Some call it the future of farming and in some places it’s already here. It’s called indoor vertical farms, an alternative to conventional outdoor agriculture and it’s being tried in Europe, Asia and the U.S.
CGTN’s Hendrik Sybrandy reports.
“Why don’t we start on this one right here,” said Nathan Lorne, as he began a recent tour of his facility under a purplish glow.
Lorne is the Sales Manager at Infinite Harvest, an indoor hydroponic vertical farm in Lakewood, Colorado that grows four varieties of exactly one crop, lettuce. CGTN’s Hendrik Sybrandy takes us inside the facility.
“What you see here is a Bibb lettuce,” Lorne said. “The variety is Flandria.”
Inside a 500 square meter warehouse, under red and blue lights, because that’s what leafy green vegetables like, sit 52,000 heads of lettuce stacked from floor to ceiling. An automated system controls the variables that allow these crops to survive and thrive.
“Whether it be temperature, humidity, CO2, water temperature, light schedule, the list goes on and on,” Lorne said.
Welcome to at least a part of farming’s future, something that’s being tried in Europe and Asia, as well as other parts of the U.S.
“All of those problems that we see in agriculture as we know it are more or less solved by an operation like this,” Lorne added.
It solves problems like soil-borne contamination, labor costs and drought. It minimizes the need to truck food long distances, trips that often lead to food waste. It’s an answer to the age-old farmer’s dilemma.
“How do we optimize an environment to maximize the production of a crop,” said Josh Craver, an assistant professor of Controlled Environment Horticulture at Colorado State University.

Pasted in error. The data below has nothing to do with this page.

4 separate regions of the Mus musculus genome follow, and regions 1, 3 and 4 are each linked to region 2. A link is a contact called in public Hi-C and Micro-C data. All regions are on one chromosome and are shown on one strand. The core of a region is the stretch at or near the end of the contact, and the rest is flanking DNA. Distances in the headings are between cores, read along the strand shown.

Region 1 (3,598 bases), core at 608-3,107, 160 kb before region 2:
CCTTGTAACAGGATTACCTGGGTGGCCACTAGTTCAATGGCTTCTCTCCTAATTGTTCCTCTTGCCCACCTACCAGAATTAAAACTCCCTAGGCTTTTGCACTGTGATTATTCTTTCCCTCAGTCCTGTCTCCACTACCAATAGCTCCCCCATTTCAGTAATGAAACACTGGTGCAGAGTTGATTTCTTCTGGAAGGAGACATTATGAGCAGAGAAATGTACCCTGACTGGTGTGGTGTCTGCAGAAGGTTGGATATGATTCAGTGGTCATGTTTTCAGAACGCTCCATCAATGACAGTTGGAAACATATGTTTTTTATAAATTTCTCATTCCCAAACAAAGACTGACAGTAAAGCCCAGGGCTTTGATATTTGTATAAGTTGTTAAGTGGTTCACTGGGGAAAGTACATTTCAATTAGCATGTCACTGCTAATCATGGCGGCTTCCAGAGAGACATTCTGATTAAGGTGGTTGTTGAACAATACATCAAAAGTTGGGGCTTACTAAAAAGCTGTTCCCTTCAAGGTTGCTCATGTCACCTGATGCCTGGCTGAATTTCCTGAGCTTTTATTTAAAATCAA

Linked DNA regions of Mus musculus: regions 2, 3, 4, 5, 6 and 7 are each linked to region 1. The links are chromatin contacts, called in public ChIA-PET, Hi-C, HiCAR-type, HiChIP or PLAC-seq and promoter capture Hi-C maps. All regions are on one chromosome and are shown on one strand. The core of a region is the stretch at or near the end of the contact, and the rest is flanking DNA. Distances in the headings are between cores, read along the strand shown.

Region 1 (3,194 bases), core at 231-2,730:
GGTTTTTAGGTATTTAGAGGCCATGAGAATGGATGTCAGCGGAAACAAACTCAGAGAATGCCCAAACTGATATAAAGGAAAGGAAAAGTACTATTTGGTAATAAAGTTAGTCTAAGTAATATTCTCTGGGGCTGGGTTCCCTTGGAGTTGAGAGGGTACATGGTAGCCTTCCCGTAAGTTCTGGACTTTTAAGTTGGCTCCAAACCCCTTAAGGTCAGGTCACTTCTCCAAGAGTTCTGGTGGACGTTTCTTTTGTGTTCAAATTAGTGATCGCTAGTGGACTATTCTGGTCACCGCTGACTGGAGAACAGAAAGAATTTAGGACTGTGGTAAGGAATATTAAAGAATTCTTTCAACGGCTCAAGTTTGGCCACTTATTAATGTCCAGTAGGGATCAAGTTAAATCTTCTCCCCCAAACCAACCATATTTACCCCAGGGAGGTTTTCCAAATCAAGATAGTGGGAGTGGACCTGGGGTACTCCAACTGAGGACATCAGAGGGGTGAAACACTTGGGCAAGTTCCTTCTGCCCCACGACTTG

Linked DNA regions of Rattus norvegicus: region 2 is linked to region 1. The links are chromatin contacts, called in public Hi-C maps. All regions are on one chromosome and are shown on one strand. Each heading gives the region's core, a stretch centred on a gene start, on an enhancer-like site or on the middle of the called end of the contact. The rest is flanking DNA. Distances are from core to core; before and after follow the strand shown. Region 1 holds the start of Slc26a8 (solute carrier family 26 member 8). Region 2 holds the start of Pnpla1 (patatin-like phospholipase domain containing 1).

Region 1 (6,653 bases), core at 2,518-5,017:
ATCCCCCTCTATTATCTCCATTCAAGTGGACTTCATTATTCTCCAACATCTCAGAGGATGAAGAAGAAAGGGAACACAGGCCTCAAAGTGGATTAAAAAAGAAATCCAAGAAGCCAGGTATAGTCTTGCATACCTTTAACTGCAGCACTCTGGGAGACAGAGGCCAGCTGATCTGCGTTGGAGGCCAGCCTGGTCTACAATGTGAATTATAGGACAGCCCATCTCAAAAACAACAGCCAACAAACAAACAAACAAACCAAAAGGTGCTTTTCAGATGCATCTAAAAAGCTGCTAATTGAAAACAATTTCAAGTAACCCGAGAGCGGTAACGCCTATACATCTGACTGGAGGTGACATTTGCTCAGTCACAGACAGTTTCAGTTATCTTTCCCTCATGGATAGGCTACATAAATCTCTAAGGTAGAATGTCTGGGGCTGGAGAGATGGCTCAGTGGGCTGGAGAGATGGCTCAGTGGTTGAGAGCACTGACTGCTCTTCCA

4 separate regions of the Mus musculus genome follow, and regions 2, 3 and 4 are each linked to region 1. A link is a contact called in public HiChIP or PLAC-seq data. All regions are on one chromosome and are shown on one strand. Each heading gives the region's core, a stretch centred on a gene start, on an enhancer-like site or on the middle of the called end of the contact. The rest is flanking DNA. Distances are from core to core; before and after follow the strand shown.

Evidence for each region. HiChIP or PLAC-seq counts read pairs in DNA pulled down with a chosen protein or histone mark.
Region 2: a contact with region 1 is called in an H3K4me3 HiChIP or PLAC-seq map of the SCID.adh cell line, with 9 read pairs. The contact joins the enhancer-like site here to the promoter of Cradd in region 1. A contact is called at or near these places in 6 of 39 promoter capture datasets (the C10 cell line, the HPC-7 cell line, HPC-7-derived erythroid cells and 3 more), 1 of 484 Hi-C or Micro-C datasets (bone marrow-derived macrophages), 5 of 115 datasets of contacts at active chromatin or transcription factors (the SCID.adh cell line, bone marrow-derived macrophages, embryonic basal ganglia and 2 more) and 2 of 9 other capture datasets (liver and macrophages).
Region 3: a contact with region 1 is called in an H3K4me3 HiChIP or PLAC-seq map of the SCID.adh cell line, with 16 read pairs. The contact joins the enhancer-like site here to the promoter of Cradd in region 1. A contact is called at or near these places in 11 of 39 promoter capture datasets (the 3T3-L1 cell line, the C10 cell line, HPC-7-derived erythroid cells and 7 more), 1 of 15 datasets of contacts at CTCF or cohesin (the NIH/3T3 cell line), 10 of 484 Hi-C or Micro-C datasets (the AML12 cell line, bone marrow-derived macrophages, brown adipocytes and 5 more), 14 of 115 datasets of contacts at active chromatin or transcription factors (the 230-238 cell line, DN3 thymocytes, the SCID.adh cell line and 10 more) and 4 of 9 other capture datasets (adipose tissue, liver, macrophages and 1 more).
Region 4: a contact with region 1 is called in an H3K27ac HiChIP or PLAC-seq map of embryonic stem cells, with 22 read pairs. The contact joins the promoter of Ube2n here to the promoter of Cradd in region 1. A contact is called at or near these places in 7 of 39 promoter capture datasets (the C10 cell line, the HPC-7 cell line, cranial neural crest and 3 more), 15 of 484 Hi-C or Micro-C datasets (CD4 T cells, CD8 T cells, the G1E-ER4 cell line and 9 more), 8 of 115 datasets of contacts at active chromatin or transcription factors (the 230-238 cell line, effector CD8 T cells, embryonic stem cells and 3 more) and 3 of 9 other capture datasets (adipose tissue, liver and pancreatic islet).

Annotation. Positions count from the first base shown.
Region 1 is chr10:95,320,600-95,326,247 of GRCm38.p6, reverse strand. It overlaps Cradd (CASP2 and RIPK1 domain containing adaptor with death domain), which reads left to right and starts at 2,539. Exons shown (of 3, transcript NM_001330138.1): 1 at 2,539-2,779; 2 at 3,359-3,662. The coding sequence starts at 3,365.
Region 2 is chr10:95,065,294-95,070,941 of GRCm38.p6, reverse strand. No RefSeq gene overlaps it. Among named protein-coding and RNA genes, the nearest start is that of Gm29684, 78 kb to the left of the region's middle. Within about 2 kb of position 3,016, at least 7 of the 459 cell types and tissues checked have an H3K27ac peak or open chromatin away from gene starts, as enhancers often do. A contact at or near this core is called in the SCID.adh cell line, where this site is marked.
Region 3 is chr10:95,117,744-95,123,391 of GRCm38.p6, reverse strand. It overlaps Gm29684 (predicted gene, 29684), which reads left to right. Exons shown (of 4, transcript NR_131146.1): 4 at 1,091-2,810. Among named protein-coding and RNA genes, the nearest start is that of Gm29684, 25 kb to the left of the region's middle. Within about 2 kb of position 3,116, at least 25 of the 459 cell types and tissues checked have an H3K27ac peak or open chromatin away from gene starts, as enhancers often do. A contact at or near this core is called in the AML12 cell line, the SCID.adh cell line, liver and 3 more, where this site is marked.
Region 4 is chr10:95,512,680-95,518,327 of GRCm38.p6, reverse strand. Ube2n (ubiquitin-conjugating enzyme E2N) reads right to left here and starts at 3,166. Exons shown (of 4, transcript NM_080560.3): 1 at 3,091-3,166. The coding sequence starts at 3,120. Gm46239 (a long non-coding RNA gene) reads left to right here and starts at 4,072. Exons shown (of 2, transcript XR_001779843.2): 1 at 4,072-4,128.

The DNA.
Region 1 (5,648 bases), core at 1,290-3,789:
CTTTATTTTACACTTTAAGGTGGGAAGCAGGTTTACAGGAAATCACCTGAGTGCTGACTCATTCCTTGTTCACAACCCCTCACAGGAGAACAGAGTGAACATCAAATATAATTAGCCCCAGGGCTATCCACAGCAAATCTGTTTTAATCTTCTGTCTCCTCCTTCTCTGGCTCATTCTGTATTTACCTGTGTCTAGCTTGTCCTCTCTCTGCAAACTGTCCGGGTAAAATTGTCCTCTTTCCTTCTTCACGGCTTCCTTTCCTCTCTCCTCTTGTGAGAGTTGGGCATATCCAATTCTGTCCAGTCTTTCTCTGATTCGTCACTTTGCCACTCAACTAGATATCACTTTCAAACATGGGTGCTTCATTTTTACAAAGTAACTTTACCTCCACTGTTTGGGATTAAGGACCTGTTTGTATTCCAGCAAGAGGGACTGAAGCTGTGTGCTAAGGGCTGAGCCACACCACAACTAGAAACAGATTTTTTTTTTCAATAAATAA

The school dabbles in what’s called controlled environment agriculture. At a time when more and more people want locally produced, high-quality food, vertical farms are bringing that food to the dinner table. Of course man does not live on lettuce alone. This type of agriculture may not make sense for row crops like corn and wheat. While LED lighting has made indoor farming much more possible, it does use its share of power.
“It is relatively expensive to have these structures and to manage these structures year-round, but what you get in return is this premium high-quality crop that oftentimes can be sold for a premium,” Craver said.
Infinite Harvest is constantly tweaking its treatment of lettuce which can be a bit finicky.
“You can ask a plant to do something,” Lorne said. “You can’t tell it to do something.”
Unlike other lettuce farms, which harvest two or three times a year, Lorne says, “this company, whose produce is consumed in restaurants, hotels and hospitals, doesn’t take seasons off.”
Infinite Harvest says it will soon be profitable.
“I don’t think vertical farming or indoor farming will necessarily replace agriculture in the long run,” he said. “I think it will change it though.”
Now, Infinite Harvest is even looking to branch out and produce things like berries.
Timothy Shelford discusses the growing market for vertical farming
CGTN’s Rachelle Akuffo spoke to Timothy Shelford about the growing market for vertical farming.